The Trading Floor Cynic

By: Bob Hoye | Thu, Jun 4, 2015
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Signs of The Times

"Hong Kong's best performing stocks this year are tumbling, even faster than they rallied."

- Bloomberg, May 20.

"Investment banks are on a hiring spree in Hong Kong and Shanghai for research analysts."

- Wall Street Journal, May 18.

Traditionally, brokers add to staff as a bull market peaks. Gerald Loeb's Battle for Investment Survival was published in 1936 and is outstanding on the markets. In it he has the classic observation: "You don't need analysts in a bull market, and you don't want them in a bear market."

"U.S. Government to Review mystery of Slow 1st Quarter"

- Associated Press, May 22.

"We are still focused on this business expansion, given we think it could last for several more years."

- Morgan Stanley, May 25.

"Shiller: You can't tell a bubble until it is over."

- Business News Network, May 26.

He must have missed the following headline:

"As spring [art] auction sales wrapped up in New York at a record $2.7 billion last week, a slew of art fairs shared in the frenzied buying."

- Bloomberg, May 20.

The following is equally profound:

"Talk to almost any banker, investor or hedge-fund manager today and one topic is likely to dominate the conversation. It isn't Greece, or the U.S. Economy or China, let alone the U.K.'s referendum on European membership. It is the lack of liquidity in the markets."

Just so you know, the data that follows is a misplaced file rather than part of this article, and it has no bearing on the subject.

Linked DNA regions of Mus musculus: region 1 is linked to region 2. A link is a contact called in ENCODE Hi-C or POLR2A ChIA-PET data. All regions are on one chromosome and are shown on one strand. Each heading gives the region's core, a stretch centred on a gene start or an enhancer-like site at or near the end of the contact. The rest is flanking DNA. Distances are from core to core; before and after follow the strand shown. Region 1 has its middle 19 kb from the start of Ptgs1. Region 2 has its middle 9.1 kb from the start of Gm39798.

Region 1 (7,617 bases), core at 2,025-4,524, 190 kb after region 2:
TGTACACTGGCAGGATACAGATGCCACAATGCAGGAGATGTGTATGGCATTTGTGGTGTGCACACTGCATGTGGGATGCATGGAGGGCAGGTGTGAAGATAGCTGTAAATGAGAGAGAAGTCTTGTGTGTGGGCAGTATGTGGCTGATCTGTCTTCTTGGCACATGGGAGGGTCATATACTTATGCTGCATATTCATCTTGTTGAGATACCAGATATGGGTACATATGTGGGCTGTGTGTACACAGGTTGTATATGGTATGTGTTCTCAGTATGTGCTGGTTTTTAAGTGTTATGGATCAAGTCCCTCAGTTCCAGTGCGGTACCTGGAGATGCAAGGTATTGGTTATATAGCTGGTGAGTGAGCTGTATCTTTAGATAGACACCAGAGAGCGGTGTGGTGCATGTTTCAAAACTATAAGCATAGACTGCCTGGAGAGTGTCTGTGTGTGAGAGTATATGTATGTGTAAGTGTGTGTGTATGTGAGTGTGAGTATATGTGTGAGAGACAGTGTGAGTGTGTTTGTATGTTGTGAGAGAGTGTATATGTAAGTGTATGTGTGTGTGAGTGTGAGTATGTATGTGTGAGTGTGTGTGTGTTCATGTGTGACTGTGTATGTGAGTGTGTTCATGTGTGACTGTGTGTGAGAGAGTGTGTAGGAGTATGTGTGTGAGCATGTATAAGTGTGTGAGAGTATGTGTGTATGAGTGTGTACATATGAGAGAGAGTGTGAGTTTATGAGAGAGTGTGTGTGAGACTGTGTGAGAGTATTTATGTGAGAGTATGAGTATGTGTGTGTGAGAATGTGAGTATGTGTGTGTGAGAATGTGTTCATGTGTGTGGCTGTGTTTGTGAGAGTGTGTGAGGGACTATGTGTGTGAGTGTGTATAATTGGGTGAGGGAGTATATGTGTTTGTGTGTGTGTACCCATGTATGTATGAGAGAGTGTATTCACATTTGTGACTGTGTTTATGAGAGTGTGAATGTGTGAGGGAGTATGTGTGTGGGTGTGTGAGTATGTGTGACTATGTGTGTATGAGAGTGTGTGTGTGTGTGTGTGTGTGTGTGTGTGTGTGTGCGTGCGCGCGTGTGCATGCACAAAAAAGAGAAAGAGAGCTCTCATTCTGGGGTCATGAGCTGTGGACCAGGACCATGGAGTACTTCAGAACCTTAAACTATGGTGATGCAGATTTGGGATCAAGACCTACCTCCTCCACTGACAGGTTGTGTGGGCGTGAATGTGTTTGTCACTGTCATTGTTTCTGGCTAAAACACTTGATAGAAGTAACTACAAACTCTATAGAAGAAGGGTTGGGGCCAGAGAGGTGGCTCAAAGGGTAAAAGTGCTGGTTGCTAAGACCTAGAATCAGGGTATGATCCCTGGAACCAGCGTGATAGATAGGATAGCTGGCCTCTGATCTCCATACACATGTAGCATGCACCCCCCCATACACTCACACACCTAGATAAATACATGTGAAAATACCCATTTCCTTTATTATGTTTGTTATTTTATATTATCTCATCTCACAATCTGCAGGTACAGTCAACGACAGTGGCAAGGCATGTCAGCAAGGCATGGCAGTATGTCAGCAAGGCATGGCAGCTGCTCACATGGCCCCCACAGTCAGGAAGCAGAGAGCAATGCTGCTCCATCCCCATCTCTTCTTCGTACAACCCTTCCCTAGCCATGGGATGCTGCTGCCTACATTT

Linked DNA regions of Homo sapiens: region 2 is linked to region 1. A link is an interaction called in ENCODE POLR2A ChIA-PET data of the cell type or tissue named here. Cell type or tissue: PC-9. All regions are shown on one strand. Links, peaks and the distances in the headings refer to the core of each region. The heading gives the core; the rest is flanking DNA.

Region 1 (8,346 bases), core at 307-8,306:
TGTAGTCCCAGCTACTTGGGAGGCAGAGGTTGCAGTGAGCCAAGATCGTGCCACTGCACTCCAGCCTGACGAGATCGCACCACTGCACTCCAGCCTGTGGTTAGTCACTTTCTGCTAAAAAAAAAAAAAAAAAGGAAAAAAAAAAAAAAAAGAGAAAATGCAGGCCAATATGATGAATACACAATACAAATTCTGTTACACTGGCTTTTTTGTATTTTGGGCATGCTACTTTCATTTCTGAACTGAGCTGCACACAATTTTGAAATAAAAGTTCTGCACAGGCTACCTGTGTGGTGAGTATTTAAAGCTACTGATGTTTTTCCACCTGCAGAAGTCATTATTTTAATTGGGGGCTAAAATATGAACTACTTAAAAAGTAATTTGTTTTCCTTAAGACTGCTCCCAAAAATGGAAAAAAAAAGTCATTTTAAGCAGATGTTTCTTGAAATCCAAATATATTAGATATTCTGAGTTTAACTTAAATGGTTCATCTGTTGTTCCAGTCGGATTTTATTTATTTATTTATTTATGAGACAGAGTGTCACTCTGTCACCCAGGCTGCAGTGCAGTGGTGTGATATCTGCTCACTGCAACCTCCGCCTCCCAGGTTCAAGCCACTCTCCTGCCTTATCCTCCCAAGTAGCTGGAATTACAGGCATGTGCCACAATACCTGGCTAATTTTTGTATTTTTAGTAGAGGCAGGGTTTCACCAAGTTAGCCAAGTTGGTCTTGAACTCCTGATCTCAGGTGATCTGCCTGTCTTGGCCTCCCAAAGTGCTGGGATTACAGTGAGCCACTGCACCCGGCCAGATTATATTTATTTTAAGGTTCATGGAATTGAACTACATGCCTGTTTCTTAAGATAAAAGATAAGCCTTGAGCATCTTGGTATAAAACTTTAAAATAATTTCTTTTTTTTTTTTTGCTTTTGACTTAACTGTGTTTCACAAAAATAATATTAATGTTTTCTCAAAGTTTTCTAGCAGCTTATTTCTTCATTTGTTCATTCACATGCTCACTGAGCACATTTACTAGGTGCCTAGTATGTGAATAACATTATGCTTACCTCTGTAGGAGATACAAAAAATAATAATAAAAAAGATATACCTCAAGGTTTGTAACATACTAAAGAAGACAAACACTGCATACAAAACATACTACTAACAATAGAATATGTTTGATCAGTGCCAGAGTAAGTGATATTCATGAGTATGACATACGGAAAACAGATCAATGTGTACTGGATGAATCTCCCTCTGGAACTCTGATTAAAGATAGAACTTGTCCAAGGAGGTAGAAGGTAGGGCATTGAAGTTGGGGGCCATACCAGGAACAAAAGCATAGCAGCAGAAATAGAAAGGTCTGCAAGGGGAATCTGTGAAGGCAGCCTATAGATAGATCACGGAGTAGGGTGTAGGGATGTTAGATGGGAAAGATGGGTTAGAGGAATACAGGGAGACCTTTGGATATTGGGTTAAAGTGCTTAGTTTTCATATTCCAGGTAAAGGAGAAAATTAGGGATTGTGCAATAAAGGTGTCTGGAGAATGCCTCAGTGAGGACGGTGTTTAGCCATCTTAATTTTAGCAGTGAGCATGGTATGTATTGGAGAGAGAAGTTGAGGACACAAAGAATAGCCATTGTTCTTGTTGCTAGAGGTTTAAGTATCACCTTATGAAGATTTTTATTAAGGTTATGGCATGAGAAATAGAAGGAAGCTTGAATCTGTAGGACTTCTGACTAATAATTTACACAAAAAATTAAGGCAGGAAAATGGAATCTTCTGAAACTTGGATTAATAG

- Wall Street Journal, May 21.



Perspective

Decades ago, we used some quips attributed to the "trading floor cynic." After more than fifty years in the markets and after reading so much of financial history one might become jaded about the markets. Not in these pages. There are very few stock market trading floors anymore and there never were any for the interest rate markets.

But we used to like the trading floor cynic and it might have been an invention of Ed Hart who was on FNN a business channel in Southern California. Sometime in the 1980s, Bob was in LA and while there interviewed with Ed.

The NYSE still has a trading floor, but the "back office" no longer handles paper transactions. The process has become remarkably efficient. As a boom culminated frantic traders would execute orders faster than the tape could record. The tape running late was exciting and worthy of comment. And as speculation went vertical the back office would seize up, which was one of the signs that the boom was over.

And then there were the days of very quiet trade and on one of those days, Ed said that "Trade was so slow that the tape was running fast".

His other classic was that on the sudden reversal to a major plunge, "The confirmations go out with the margin calls".

Ed may have passed away and FNN was taken over by CNBC.


Stock Markets

The structure of the overall stock market is still within a big Rounding Top. The NYA has been a good monitor and this Topping has run from last June to recent. Within the structure, sentiment and momentum numbers reached levels seem only at cyclical peaks. Margin employed accomplished a peak last year. And after a natural correction, set a higher high on the latest number which is for March. The second peak is unusual. Complacency builds.

As we have been noting, the NYA pattern is looking like the peak in 2000. In which case, the first step to change will be taking out the 50-Day ma. The defining step will be taking out the 40-Week ema. It is at 10903 and the index is at 11143.

Now why are we so interested in this turndown?